The death penalty has been in the news again this week especially here in Georgia. For many years of my adult life, I supported the idea of the death penalty for murder, rape, or other particularly heinous crimes. I say “idea” of the death penalty because to me it was an intellectual position based on what I thought about justice. To be honest, it wasn’t something that had ever touched my heart in a personal way. As my Christian faith deepened, I became convicted of many sins against life, such as abortion. Like most Catholics and evangelical Christians, I considered myself to be “pro-life.” Making the call against abortion seemed so obvious: a fetus is a baby. Likewise, suicide or assisted-suicide (euthanasia) were actions against the gift of life and had to be wrong. For me, being pro-life also meant taking stands against embryonic stem-cell research, in-vitro fertilization, and artificial birth control. But somehow capital punishment seemed different. After all, abortion and many other scientific “advances” were sins against an innocent new life. The death penalty evoked images of purposeful violence and premeditated murder that a criminal committed without regard to life. I believed the fifth commandment forbade murder but not capital punishment. For me, taking the life of a duly-convicted criminal was justice, not murder.
My heart began to change on this issue one evening while talking with friends. The discussion centered on who exactly is the one who kills the condemned person. Of course the immediate agent of death is the executioner who flips the switch for the electric chair or the person who injects the deadly drug into the vein. But the responsibility for the death of the criminal broadens to include the legal and judicial system, the parole boards and/or Governor, and finally to all of us who are members of a society which supports and upholds the use of the death penalty.
And “all of us” means: me. Could I flip the switch or plunge the needle that takes a life? Yet my tax dollars and my vote support someone else in doing it. Thankfully, I’ve never lost anyone I’ve loved to violence. Would that personal pain make it easier to take someone’s life from them? I began to realize that I couldn’t support pro-life positions on the one hand while supporting the death penalty on the other. Life is life. Show me one Gospel verse that says otherwise. If I believe, as my Catholic faith teaches me, that every person is made in the image and likeness of God, then how can I believe in the justice of the death penalty? Of course, the murderer on death row isn’t the same as the innocent, unborn child in the womb. But how could I go on defending life in one setting and condemn it in another? The value of every human life comes from the One Who created it, not from me, and not from the Supreme Court. In my heart, all the intellectual arguments on both sides of the issues were drowned out by the life and example of Jesus Christ.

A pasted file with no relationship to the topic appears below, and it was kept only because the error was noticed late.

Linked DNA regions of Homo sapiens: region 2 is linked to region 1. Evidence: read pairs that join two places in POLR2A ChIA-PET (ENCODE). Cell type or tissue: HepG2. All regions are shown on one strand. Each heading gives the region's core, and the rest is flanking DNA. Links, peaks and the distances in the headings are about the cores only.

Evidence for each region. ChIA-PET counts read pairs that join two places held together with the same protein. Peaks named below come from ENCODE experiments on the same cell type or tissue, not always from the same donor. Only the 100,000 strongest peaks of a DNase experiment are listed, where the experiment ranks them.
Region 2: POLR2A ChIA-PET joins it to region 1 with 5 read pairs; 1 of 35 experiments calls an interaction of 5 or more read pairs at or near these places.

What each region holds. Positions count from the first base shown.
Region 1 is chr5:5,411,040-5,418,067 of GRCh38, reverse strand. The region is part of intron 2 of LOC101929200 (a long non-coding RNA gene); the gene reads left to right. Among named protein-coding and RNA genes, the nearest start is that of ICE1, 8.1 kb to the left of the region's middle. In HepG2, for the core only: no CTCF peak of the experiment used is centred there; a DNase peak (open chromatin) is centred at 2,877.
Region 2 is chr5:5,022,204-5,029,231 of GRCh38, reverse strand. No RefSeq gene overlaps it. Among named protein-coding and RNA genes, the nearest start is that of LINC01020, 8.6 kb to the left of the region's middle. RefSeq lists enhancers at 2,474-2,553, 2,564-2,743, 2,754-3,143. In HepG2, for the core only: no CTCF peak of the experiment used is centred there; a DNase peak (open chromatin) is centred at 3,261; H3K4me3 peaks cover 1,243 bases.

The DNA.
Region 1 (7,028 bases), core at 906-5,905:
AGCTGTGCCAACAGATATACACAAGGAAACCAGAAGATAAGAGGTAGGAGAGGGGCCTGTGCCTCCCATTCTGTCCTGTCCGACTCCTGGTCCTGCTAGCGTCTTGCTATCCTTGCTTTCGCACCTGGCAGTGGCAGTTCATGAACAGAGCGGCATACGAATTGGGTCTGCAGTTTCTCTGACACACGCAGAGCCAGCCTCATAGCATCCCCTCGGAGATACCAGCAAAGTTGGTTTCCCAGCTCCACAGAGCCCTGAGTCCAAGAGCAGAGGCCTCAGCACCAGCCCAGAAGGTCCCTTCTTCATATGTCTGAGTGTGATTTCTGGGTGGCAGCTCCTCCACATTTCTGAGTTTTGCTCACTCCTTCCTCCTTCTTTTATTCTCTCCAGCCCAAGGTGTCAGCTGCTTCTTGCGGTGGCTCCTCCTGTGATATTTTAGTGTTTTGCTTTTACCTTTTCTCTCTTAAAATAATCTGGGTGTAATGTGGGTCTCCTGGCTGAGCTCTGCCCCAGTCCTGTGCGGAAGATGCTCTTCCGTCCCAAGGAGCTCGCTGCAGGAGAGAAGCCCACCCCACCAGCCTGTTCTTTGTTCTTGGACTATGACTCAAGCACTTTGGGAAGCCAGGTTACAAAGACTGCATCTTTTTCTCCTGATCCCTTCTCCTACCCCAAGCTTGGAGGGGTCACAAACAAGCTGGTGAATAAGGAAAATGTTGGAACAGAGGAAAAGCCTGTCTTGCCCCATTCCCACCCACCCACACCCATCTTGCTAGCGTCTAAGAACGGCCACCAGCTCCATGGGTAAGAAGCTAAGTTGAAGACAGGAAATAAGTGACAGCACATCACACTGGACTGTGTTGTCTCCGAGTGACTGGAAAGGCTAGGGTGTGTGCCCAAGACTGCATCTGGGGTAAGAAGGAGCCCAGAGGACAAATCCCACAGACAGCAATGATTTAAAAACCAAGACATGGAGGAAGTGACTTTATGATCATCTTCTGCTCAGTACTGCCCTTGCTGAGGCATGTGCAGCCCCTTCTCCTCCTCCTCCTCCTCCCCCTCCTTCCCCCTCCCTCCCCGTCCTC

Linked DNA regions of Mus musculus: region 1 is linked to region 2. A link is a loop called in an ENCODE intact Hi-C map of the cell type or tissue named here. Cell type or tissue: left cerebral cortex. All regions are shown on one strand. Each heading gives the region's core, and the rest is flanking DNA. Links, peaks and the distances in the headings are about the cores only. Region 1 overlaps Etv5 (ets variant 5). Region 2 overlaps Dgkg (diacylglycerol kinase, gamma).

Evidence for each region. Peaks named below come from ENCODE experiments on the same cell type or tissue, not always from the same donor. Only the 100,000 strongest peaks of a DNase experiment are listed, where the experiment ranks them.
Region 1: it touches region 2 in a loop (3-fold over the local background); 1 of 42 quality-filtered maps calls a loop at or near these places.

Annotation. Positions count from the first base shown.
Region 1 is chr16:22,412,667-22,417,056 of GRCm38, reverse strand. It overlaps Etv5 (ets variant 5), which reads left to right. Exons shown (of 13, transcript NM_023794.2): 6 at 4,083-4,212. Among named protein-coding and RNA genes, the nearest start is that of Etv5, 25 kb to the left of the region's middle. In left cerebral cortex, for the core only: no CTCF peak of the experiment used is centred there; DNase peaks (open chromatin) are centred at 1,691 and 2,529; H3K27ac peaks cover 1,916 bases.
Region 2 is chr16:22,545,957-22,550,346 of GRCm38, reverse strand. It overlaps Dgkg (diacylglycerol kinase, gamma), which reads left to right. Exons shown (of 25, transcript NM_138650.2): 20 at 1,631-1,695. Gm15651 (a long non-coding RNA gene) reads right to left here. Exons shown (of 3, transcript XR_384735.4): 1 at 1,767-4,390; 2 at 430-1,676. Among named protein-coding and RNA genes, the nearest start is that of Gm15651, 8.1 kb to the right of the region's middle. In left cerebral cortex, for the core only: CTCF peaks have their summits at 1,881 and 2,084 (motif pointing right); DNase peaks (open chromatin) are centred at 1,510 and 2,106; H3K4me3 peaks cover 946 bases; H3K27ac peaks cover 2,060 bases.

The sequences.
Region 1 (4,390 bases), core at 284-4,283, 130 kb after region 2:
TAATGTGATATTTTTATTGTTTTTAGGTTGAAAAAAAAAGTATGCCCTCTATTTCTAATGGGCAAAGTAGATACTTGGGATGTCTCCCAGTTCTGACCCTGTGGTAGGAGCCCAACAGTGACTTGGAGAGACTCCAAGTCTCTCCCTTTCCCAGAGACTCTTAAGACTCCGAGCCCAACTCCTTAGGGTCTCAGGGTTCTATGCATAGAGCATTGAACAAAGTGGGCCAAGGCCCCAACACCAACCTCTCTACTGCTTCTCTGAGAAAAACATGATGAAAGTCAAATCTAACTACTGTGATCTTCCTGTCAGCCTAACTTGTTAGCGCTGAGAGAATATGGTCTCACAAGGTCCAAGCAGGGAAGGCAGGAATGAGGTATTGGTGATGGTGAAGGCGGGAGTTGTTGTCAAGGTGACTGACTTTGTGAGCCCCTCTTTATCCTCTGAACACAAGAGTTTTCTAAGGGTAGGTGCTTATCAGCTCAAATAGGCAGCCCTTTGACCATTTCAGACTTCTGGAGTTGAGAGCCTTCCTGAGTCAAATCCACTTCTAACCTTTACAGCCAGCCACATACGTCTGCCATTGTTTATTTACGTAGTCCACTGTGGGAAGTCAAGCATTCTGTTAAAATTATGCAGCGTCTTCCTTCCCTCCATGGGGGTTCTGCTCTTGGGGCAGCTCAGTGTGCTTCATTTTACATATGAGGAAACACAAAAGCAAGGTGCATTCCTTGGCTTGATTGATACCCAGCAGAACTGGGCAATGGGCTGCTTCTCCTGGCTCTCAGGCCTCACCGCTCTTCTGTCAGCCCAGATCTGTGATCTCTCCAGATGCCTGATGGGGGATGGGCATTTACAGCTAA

He came to “give His life as a ransom for many” (Mark 10:45). He came to call sinners to Himself (Matthew 9:13). Jesus calls us to be reconciled with those who have injured us (Matthew 5:43-45) and to pray for the forgiveness of our sins “as we forgive those who have sinned against us” (Matthew 6:12). We hear the loving words of the crucified Christ dying on the Cross as a victim of the Roman death penalty: “…Father, forgive them, for they do now know what they do” (Luke 23:34). So lock up the criminals and throw away the key. And let God continue to call out to their hearts just as the Lord did to the Good Thief as they both hung dying on Calvary’s hill. I’ve come to believe that capital punishment is morally wrong and I pray for an end to the death penalty just as I pray for an end to abortion and other sins against the sacredness of human life. He calls me to leave behind my desire for vengeance or retribution and instead to work for justice and peace. His example of love and forgiveness is what transforms my heart each day.
“In [God’s] hand is the life of every living thing and the breath of all mankind.” –Job 12:10